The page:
The Friend of Poland.- The French Slave.- The Spy.- The Maid of Koursk.- The Degradation.- The Masked Ball.- Mr. Zwetaieff.-

The Friend of Poland.- The French Slave.- The Spy.- The Maid of Koursk.- The Degradation.- The Masked Ball.- Mr. Zwetaieff.-

By (author) 

List price: US$22.40

Currently unavailable

Add to wishlist

AbeBooks may have this title (opens in new window).

Try AbeBooks

Description

This historic book may have numerous typos and missing text. Purchasers can usually download a free scanned copy of the original book (without typos) from the publisher. Not indexed. Not illustrated. 1848 edition. Excerpt: ... orders to leave France. The whole human race seemed leagued against him. " Du destin ui fait tout tel est l'arret cruel: 7 I Pour n'avoir pas vaincu, je me vois criminel " said Sobud in an access of literary enthusiasm. "On momentous occasions, a man must shut himself up, and reflect seriously what he should do." Thus saying, he barricadoed the door of the same apartment within which Stephen Toungoussof had some months before locked himself. " I am beaten," said he: "but so was Napoleon: and have not all great Captains lost battles? I was a fool to serve so loyally a government deceitful and base enough to abandon its servants in the first reverse. I will die as I have lived, with courage and resignation. When the thread of life becomes 'entangled, like a Gordian knot, it must be cut: How? with a razor? That would be butchery. A pistol? To blow out my brains would be a pity. Poison? That would be better, but how procure it? A little copper dissolved in vinegar would furnish it, and would cost nothing. But if I should prefer death by suffocation? It is the Parisian fashion, and death by that manner is the quickest and best. The world has not understood me; I was meant for a statesman; it has made me a Spy. If I could yet have my revenge? but other governments are too cowardly to brave Russia;--to business! to business!" He heaped up the charcoal in the pan, and set fire to it with the correspondence or Dvoinoi; he hermetically closed every crevice, and laid himself down upon his bed to die in a noble and resolute position. The oxygen was slow in absorption, and his brain was overflowing with ideas. " Is it not cowardice to acknowledge oneself so soon conquered?...show more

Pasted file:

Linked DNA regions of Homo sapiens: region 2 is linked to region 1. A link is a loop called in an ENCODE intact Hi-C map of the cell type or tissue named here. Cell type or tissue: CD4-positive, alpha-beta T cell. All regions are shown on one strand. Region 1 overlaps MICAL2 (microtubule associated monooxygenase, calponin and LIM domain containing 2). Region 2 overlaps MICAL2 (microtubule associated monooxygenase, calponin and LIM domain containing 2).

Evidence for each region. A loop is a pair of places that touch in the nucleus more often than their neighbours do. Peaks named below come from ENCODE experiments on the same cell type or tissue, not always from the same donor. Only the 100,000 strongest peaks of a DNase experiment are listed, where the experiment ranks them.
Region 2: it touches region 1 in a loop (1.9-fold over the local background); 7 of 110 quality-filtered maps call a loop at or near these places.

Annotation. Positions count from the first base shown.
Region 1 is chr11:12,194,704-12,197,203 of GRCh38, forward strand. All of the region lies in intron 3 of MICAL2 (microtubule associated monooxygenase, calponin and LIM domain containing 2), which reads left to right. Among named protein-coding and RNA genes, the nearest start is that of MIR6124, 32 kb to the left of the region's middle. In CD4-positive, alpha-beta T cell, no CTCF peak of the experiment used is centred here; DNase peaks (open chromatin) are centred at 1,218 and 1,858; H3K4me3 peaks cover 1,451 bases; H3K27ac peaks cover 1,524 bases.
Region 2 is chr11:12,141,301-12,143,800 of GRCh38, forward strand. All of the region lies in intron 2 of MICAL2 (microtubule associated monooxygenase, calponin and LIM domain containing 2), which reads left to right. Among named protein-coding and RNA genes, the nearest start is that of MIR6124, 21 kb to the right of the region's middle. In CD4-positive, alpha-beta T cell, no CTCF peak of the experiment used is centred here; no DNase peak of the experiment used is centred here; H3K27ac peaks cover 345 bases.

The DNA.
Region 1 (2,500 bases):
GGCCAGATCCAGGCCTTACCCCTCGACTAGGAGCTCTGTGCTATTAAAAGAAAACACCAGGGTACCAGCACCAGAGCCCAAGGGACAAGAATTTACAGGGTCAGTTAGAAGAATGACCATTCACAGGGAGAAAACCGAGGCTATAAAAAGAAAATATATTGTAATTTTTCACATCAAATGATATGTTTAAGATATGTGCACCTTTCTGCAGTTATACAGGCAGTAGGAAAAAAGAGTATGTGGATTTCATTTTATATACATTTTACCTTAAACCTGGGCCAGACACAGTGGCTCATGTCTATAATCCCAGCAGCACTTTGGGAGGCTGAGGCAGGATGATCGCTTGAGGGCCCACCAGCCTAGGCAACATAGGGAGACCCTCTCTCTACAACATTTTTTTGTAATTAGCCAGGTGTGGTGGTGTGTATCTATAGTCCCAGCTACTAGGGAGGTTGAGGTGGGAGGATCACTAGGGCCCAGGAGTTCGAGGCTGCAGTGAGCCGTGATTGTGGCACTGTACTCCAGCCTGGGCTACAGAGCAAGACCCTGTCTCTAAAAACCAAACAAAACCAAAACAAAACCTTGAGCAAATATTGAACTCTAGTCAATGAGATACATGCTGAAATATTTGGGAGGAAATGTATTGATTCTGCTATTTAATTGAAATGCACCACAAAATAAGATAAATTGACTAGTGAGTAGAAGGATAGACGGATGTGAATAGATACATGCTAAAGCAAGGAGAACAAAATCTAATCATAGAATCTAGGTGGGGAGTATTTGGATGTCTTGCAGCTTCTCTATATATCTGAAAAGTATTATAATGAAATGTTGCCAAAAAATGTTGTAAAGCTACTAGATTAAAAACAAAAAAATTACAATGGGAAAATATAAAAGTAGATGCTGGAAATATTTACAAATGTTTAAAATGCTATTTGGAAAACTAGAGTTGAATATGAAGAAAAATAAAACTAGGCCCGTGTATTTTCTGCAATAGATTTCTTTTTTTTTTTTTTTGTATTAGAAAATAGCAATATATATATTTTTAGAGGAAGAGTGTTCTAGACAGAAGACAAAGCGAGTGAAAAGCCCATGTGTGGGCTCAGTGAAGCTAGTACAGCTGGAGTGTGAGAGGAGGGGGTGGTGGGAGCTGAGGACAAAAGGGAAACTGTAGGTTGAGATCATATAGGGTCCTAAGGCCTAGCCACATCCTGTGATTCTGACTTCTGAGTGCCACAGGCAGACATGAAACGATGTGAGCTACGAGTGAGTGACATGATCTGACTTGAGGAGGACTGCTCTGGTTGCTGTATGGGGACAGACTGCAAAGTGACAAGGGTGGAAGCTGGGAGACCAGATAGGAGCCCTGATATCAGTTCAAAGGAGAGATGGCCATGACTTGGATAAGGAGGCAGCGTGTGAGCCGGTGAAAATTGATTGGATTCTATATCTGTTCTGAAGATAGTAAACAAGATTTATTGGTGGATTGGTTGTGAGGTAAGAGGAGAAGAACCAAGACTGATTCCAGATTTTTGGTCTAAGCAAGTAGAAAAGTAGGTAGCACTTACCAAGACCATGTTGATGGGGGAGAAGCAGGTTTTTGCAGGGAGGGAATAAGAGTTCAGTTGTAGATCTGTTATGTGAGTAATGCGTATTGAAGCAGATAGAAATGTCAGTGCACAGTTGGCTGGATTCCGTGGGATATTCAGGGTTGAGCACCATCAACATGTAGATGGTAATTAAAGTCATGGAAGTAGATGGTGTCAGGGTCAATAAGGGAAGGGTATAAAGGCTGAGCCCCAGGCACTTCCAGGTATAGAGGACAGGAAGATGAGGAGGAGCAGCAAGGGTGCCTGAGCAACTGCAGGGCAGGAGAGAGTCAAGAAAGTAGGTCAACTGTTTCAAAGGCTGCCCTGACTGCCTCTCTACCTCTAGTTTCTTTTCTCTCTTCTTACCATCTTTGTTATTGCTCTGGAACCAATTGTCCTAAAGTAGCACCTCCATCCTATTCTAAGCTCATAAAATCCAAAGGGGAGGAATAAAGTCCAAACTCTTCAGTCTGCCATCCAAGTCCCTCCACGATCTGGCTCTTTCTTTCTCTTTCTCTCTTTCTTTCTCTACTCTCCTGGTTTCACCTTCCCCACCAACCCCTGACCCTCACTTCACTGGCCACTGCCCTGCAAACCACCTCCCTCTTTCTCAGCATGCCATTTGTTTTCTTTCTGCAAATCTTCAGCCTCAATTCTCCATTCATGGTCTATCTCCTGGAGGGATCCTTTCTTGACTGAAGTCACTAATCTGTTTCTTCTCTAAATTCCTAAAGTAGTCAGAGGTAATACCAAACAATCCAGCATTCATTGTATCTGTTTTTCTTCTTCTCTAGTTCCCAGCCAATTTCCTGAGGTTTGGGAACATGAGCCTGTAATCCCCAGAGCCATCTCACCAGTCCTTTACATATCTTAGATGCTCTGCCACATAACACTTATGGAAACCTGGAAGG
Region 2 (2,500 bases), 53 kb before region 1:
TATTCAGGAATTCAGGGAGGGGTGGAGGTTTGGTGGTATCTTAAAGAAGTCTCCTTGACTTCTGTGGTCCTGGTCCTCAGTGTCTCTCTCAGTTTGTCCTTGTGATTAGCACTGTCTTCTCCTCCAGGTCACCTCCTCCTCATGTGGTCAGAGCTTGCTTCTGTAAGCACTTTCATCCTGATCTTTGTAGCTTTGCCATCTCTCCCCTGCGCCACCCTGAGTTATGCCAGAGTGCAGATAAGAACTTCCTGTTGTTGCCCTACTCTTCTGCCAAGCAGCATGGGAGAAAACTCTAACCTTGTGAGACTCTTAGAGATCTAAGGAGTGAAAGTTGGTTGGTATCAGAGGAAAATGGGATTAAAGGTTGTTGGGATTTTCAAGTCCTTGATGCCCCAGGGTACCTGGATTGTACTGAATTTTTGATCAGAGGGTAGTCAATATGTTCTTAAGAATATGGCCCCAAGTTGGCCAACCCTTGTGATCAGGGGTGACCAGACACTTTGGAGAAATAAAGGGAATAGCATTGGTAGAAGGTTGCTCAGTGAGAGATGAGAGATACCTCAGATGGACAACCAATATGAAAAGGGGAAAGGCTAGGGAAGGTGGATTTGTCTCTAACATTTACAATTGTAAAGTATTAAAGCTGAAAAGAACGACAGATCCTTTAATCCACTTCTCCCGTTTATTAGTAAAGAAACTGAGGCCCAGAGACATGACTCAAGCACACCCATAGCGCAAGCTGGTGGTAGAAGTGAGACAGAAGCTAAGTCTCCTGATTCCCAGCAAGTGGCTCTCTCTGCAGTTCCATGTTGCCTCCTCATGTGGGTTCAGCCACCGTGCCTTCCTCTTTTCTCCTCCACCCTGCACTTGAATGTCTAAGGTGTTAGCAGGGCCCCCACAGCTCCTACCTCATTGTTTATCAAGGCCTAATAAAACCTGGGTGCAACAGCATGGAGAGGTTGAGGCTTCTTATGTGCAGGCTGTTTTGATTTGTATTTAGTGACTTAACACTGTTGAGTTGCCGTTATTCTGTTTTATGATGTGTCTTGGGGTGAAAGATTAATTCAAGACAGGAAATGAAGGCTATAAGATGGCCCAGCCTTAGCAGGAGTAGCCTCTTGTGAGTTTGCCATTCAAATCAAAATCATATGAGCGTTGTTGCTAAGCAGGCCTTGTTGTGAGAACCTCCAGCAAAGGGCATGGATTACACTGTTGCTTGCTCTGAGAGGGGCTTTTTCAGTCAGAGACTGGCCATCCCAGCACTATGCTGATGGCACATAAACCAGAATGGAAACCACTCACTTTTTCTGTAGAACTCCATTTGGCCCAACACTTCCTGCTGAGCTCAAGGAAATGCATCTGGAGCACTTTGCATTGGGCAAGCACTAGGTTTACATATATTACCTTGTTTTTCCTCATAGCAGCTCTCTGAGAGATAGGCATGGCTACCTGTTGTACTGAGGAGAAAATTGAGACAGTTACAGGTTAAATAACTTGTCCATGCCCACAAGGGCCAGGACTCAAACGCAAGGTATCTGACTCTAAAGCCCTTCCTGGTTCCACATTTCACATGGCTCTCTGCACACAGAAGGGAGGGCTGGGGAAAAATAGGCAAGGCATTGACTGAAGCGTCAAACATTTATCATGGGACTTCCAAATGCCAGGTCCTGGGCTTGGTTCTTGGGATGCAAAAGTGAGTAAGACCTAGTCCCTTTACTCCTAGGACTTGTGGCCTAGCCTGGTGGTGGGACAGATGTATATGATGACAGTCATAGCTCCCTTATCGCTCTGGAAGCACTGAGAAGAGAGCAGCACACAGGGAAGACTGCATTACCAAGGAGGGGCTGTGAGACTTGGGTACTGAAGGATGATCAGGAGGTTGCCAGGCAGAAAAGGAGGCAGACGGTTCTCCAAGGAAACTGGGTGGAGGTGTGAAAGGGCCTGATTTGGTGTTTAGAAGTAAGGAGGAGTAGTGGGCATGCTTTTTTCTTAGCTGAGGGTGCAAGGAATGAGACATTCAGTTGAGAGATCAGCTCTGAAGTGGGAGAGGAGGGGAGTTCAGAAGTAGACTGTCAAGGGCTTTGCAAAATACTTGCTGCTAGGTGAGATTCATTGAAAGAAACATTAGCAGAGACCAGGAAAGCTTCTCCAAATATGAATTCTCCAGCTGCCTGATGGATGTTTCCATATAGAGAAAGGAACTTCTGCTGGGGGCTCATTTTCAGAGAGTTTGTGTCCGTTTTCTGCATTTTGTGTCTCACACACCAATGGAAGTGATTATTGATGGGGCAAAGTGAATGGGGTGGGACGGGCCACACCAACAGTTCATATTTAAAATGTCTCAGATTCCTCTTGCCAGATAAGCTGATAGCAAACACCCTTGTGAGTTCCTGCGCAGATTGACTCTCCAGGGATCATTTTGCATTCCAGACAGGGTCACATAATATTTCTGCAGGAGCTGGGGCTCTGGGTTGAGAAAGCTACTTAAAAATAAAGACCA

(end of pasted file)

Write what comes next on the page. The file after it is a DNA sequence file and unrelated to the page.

Product details

  • Paperback | 54 pages
  • 189 x 246 x 3mm | 113g
  • Rarebooksclub.com
  • United States
  • English
  • black & white illustrations
  • 123685747X
  • 9781236857477